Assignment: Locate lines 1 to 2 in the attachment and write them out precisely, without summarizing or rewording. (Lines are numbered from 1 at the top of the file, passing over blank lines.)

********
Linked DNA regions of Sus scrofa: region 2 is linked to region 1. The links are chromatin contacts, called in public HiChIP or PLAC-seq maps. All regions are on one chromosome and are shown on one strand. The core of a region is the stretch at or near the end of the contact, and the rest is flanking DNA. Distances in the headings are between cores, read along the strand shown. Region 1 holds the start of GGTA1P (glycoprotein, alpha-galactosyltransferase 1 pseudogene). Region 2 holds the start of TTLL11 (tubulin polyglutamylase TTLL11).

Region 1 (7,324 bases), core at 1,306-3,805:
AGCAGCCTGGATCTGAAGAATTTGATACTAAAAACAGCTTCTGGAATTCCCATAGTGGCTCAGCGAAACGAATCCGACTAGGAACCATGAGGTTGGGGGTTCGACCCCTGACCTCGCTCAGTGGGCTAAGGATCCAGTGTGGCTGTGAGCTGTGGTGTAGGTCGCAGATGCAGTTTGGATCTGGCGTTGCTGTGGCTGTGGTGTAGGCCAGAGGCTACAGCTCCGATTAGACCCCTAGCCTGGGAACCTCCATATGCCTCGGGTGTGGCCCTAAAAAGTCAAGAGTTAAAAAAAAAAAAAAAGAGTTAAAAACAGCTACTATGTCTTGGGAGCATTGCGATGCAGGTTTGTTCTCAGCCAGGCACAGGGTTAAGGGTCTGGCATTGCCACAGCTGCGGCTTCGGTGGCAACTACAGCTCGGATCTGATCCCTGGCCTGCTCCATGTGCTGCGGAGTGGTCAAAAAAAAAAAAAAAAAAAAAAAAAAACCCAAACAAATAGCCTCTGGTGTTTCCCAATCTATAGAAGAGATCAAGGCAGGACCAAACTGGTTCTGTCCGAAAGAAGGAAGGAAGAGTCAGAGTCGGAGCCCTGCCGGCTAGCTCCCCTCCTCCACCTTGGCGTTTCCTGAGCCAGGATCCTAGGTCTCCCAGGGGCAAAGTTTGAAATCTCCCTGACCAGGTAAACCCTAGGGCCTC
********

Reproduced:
Linked DNA regions of Sus scrofa: region 2 is linked to region 1. The links are chromatin contacts, called in public HiChIP or PLAC-seq maps. All regions are on one chromosome and are shown on one strand. The core of a region is the stretch at or near the end of the contact, and the rest is flanking DNA. Distances in the headings are between cores, read along the strand shown. Region 1 holds the start of GGTA1P (glycoprotein, alpha-galactosyltransferase 1 pseudogene). Region 2 holds the start of TTLL11 (tubulin polyglutamylase TTLL11).

Region 1 (7,324 bases), core at 1,306-3,805: